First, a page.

Microsoft just fired another shot at Android, this time aiming at Barnes & Noble and various other companies associated in the manufacturing of the Nook Color such as Foxconn and Inventec. The lawsuit filed against Barnes & Noble, Foxconn and Inventec states Microsoft owns several patents that according to Microsoft, are violated within the Android OS and as such they want profits off those patents or they'll take you to court.
“The Android platform infringes a number of Microsoft’s patents, and companies manufacturing and shipping Android devices must respect our intellectual property rights. To facilitate that we have established an industry-wide patent licensing program for Android device manufacturers,” said Horacio Gutierrez, Corporate Vice President and Deputy General Counsel for Intellectual Property & Licensing. “HTC, a market leader in Android smartphones, has taken a license under this program. We have tried for over a year to reach licensing agreements with Barnes & Noble, Foxconn and Inventec. Their refusals to take licenses leave us no choice but to bring legal action to defend our innovations and fulfill our responsibility to our customers, partners, and shareholders to safeguard the billions of dollars we invest each year to bring great software products and services to market,” he added.
The issue at hand here for Microsoft stems from a patent claiming Android uses "natural ways of interacting with devices by tabbing through various screens to find the information they need; surfing the Web more quickly, and interacting with documents and e-books." -- Broad scope really but that is how patents work for better or worse.
As noted in the information, Microsoft claims they attempted to reach a valid agreement for the past year but Barnes & Noble, Foxconn and Inventec have refused to accept the licensing conditions and as such, Microsoft will invoke their rights to sue. What do you all think, some bitterness there or is Microsoft just protecting what is rightfully theirs? Sound off in the comments, folks. [Microsoft]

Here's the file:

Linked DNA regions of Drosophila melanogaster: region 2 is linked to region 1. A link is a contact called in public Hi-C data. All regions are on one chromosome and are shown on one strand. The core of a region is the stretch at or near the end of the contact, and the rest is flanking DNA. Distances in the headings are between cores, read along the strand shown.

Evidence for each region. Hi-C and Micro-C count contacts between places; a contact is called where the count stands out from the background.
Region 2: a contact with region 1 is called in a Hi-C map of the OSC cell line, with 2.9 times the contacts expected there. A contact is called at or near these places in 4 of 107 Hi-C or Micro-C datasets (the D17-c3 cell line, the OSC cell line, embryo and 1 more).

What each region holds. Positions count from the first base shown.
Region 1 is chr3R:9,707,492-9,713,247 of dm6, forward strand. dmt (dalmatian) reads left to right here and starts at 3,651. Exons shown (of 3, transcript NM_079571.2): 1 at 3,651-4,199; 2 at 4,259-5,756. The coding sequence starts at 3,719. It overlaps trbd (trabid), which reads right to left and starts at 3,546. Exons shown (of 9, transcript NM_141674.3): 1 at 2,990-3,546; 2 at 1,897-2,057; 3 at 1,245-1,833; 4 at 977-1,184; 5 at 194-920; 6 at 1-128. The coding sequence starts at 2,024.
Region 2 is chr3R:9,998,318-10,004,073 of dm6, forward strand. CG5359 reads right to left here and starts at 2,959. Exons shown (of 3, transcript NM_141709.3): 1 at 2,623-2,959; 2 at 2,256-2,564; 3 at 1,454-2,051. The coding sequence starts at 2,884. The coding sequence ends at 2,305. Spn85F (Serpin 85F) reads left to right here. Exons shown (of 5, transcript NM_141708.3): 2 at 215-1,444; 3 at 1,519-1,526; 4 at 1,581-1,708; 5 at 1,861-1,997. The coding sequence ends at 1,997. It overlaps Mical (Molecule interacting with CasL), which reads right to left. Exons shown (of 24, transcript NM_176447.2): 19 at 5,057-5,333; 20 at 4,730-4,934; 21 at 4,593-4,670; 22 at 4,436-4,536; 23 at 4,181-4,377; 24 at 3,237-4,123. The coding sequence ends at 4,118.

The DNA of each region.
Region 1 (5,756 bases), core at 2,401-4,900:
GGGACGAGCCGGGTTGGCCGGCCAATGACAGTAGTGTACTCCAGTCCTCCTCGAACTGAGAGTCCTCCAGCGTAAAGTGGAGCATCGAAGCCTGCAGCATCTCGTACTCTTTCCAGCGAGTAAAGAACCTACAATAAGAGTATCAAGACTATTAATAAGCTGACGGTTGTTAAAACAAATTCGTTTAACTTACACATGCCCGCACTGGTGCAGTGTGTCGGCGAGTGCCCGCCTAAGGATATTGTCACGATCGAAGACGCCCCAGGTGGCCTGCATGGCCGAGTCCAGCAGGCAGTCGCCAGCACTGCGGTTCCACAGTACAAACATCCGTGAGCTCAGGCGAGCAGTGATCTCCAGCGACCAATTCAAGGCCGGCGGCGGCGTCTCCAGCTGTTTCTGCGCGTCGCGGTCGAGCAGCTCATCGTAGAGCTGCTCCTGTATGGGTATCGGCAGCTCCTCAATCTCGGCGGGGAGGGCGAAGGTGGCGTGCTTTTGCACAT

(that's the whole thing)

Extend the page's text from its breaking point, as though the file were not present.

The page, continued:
Only two things to do in Orlando -- theme parks and conventions. And some of us have already done the Disney thing this month, so it's time to cover some smartphones, shall we? It's the CTIA Wireless show from the Orange County Convention Center. And we've got a pretty good idea of what we'll see, from a smattering of Sprint stuff to a new Samsung tablet -- and that's barely scratching the surface.
TouchType has released a closed beta of its highly anticipated SwiftKey Tablet keyboard. The larger inspired keyboard is optimised for Android tablet devices running Honeycomb. The creative minds behind SwiftKey, developer TouchType, has made the beta available exclusively to their SwiftKey VIP forum members. Anyone who wants to give the beta a "feel" or "touch," can register here. Once registered, newly appointed VIP members can download the tablet beta here. Make the jump to see the beta in action. Oh, and since SwiftKey is so awesome, we think you should vote for them in the CTIA Emerging Technology Awards.
What can we say? Things like this happen, and all you can do is remember the names involved and stay far away from their "work" until they disappear. We certainly will. Hopefully nobody bricked any phones toying with this one. [@clockworkmod]
Sprint has announced the latest Froyo update for the Sprint Epic 4G will begin rolling out today, and Samsung follows through with some source code. Nothing here for the average Joe, but your independent developers will be all over this and true custom Froyo ROMs for the Epic will show up and make all your geeky dreams come true. Look in the Epic 4G hacking forums to keep up to date on all of them.